Memorial Day

Memorial Day is not actually a day to pray for US troops who died in action, but rather a day set aside by Congress to pray for peace. The 1950 Joint Resolution of Congress, which created Memorial Day, says, “Requesting the President to issue a proclamation designating May 30, Memorial Day, as a day for a Nation-wide prayer for peace.” (64 Stat.158). From Truthout.

I am about a kilometer from a Cemetery for German Soldiers here in Klaipeda. Klaipeda was once a German town, called Memel. For most of the twentieth century Lithuania faced invasion by either the Germans or the Soviets. When the Soviets finally occupied the country after the second world war they bulldozed the German cemetery. When the soviet tanks finally left the country, the Lithuanians reached an agreement with Germany to restore and maintain the cemetery.

Lithuania suffered from the Germans as well as from the Soviets. But they are willing to honor the German soldiers who died here. I see it as a measure of reconciliation. They are not honoring war, aggression, or occupation; but they are honoring the young men–and women–I saw a name Maria Rose, a “helper” from the time of the first world war–who died on their soil.

I’ve been reading epic poetry with my class. A lot of it is about war. But there is also a theme of reconciliation that runs through the old poems we are reading. At the end of the battle, those who survive finally have to sit down and negotiate a peace for what remains.

I have challenged my class to think about the hero of the future. The hero of the future–if there is to be a future–will be not a warrior but a peacemaker.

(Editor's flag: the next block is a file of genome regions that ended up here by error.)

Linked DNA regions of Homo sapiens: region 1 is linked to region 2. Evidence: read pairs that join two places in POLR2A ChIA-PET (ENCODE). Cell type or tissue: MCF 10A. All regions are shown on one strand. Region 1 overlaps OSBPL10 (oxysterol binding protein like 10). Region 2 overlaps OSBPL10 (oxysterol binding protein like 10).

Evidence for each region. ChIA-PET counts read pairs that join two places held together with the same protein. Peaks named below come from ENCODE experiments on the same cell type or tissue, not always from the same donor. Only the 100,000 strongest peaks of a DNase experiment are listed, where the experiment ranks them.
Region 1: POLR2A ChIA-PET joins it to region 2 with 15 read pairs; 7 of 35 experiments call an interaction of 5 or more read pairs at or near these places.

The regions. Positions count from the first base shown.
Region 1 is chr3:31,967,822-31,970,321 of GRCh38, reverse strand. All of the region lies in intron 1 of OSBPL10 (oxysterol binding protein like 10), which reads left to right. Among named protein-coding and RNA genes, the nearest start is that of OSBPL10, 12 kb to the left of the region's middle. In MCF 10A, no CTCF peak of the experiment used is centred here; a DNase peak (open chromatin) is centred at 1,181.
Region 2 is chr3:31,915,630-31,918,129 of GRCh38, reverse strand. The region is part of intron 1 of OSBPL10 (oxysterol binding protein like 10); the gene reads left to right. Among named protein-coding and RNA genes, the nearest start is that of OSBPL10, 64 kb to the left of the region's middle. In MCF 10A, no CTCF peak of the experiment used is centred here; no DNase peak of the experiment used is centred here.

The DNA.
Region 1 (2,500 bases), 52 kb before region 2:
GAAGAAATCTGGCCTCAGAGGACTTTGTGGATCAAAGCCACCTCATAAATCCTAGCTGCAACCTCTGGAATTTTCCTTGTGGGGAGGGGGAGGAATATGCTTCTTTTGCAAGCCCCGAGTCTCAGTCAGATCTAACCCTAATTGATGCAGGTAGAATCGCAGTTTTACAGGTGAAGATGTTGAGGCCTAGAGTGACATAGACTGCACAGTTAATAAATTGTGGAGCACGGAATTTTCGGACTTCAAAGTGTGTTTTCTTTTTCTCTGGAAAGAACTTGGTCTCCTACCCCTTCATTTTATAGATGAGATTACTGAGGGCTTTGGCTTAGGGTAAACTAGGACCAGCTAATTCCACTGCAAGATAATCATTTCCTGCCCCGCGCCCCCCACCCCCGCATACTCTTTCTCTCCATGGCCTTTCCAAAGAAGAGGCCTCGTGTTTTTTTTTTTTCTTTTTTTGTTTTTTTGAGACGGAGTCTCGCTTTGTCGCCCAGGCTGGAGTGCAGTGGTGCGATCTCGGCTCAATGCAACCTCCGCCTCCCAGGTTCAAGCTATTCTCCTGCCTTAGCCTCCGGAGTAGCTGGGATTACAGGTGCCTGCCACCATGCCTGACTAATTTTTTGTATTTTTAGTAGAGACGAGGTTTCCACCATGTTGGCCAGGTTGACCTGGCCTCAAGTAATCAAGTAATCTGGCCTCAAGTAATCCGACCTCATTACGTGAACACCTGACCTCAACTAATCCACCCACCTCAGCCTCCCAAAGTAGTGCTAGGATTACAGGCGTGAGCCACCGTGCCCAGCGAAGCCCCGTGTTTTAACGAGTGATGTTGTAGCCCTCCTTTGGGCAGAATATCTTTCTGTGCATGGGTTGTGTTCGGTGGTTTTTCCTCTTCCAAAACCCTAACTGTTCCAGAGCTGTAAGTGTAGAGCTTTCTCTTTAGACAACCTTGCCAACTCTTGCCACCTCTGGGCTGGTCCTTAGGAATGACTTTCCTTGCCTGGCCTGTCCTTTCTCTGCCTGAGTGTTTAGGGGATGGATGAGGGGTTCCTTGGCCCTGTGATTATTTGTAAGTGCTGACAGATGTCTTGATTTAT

Did Environmentalists Cause the World Food Crisis?

A couple years ago, when you could buy a bushel of corn for about $2.00, I saw adds for corn-burning stoves. It didn’t seem right, burning food to keep warm.

Now we are burning corn in our automobiles, in the form of ethanol. The ditto heads are blaming it on the environmentalists. Those crazy tree-huggers have convinced us to fill our SUV’s with ethanol rather than good 100% pure gasoline.

Now that the prices of grain crops have skyrocketed, it is easy to blame ethanol.

Responsible environmentalists have been saying some of the following things for a long time:

1) We need to walk, bike, car-pool, use public transportation more–and drive less.

2) We need to develop sustainable sources of energy from a variety of sources.

3) Converting corn to ethanol is terribly inefficient.

The best thing you can say about corn-derived ethanol is that maybe, in the big picture, it could help facilitate a transition to ethanol derived from algae or switch-grass.

But is ethanol really to blame for the high price of wheat? Consider these other factors:

1) Investors have to put their money somewhere. The real estate bubble has burst, the stock market is in the doldrums–so what’s left? The commodities markets. It’s not just corn, wheat, and soybeans–it’s copper, gold, steal and –um, did I forget to mention oil?

2) There have been rumors for a couple years now that oil companies have been buying up corn (here). It would be odd if they were they only investors who didn’t invest their profits in grain.

3) The subsidies for ethanol have been promoted by the president, not by Greenpeace or the Siera club (here).

4) The continuing instability in the Persian Gulf (i.e., Iraq and Iran) has been a major factor in the runaway inflation of oil and all other commodities prices.

My travels in Europe have convinced me that we love our cars and won’t give them up. Europeans are paying from $8.00 to $10.00 per gallon for gasoline, and they still love their cars. They drive more efficient cars, and avoid unnecessary trips–but they love to get out on the highway.

By the way, when I saw the gas sign above, I thought “that doesn’t look too bad.” Then I remembered, that’s the price per liter, so you have to multiply by about four; then it’s in pounds, so you have to double it. And that was when oil was only $100.00 per barrel. Ouch!

Bags Packed

(If you read my Theological German blog–I copied this from there.)

Well I’ve had a fabulous time here in Tuebingen. Tomorrow I fly to Vilnius, Lithuania, whence I will go on to Klaipeda. For three weeks I will be teaching a summer term class in Epic Poetry.

Arma virumque cano . . .

Today I taught a session of Dr. Caulley’s Theological German class. We read and discussed some of the passages about the enjoyment of God’s earthly gifts.

I will catch up with some new posts in the next few days, deo volente.

Mark